Five years ago, I had no real plan.
Five years ago today, I went into surgery first thing in the morning. Nothing major; I just had a bone spur on my right index finger that was making it painful and almost impossible to write or type. After the surgery, I hopped in the car and headed down to Enfield, Connecticut, where my play “Warm Bodies” premiered. It was my first ever produced play, and I consider that to more or less be the moment that officially started my writing career. I’d worked in publishing, and before that in film, but having a play produced was the jumping off point for my own work.
In fact, 2012 was a big year. Not even a month later, we moved from Massachusetts to California. That June, my play was produced again as part of the Source Festival in Washington D.C. (It would later go on to become the short film Adverse Possession.) 2012 was the year I first self-published two of my Sherlock Holmes stories. It really, truly was the year I decided to be a writer. For realz.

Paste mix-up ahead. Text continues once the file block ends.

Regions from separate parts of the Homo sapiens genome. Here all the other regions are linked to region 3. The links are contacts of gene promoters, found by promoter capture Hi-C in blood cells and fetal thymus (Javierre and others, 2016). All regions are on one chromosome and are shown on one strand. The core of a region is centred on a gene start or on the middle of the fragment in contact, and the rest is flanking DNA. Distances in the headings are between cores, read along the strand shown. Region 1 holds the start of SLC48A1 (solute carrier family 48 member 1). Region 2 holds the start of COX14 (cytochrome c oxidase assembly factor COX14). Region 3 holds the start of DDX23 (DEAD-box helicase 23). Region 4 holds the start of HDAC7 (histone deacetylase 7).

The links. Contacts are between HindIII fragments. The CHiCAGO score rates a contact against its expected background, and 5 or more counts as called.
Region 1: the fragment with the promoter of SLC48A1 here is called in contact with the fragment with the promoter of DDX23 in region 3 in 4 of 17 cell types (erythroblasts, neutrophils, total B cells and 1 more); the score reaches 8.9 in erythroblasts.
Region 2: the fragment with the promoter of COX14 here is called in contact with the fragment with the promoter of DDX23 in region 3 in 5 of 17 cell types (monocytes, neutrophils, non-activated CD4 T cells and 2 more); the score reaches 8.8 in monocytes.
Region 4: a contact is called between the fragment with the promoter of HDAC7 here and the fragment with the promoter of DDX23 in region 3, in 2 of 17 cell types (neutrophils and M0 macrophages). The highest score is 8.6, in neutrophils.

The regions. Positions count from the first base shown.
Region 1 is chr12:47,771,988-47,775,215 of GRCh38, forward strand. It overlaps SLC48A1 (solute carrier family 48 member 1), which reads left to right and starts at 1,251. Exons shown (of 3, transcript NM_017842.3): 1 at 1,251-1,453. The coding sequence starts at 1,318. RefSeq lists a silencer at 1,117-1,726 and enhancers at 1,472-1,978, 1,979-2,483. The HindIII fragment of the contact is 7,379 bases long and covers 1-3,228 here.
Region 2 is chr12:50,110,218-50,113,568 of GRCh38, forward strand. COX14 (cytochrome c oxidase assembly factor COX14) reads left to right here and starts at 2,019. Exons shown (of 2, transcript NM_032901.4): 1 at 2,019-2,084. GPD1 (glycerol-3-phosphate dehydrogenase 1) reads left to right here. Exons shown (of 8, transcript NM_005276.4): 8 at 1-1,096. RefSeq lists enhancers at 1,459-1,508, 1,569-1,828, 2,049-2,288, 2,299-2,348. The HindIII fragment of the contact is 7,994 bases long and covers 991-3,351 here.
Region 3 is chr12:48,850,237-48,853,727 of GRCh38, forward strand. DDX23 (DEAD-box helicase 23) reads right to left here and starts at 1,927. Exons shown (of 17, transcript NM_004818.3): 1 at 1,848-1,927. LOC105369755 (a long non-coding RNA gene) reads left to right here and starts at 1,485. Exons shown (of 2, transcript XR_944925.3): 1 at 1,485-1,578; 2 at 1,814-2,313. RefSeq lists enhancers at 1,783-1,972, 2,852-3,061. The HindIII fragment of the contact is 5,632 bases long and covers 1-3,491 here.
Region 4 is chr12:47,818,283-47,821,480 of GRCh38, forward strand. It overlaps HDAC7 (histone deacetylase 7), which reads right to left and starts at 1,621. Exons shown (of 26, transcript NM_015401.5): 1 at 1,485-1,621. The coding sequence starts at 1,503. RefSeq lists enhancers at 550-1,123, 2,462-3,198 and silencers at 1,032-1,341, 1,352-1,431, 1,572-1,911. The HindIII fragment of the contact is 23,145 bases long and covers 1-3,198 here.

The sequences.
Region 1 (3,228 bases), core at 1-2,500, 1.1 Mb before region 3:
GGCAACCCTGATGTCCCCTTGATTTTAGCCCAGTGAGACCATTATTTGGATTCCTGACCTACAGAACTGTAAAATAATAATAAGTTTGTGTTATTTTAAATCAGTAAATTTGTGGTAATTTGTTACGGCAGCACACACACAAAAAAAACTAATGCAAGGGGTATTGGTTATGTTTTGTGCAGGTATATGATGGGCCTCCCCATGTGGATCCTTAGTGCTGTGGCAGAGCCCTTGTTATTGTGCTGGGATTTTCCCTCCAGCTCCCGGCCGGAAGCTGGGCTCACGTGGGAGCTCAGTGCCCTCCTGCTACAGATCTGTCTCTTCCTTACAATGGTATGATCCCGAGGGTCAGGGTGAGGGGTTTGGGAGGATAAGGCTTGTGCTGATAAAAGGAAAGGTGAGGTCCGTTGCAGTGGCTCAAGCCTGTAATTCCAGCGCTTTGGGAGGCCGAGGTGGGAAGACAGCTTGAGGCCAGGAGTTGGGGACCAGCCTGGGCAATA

If you’d asked me then about a five-year plan, I’d have given you a blank look and said, “I dunno. Write, I guess?” If you ask me now, I’ll probably give you a similar answer. I do have a better idea of some of what I’d like to accomplish, but I also remind myself to be grateful for the opportunities I’ve had and proud of how far I’ve come. It’s easy sometimes to be frustrated with a seeming lack of progress. But in reality, I’ve come a long way. And I have a lot of great things to show for those five years: 6 self-published books, 2 traditionally published books, a play, a short film, an award-winning screenplay (that I’m still hoping to get produced one of these days—put it on the next five-year plan) . . . Not a bad haul.
But I couldn’t do it without YOU, dear readers and fellow writers. THANK YOU for the support over the years. I’ll be celebrating five years of writing by putting out an audiobook later this year, too. Hope you’ll enjoy that and whatever else might come from these [now fully functional] fingers.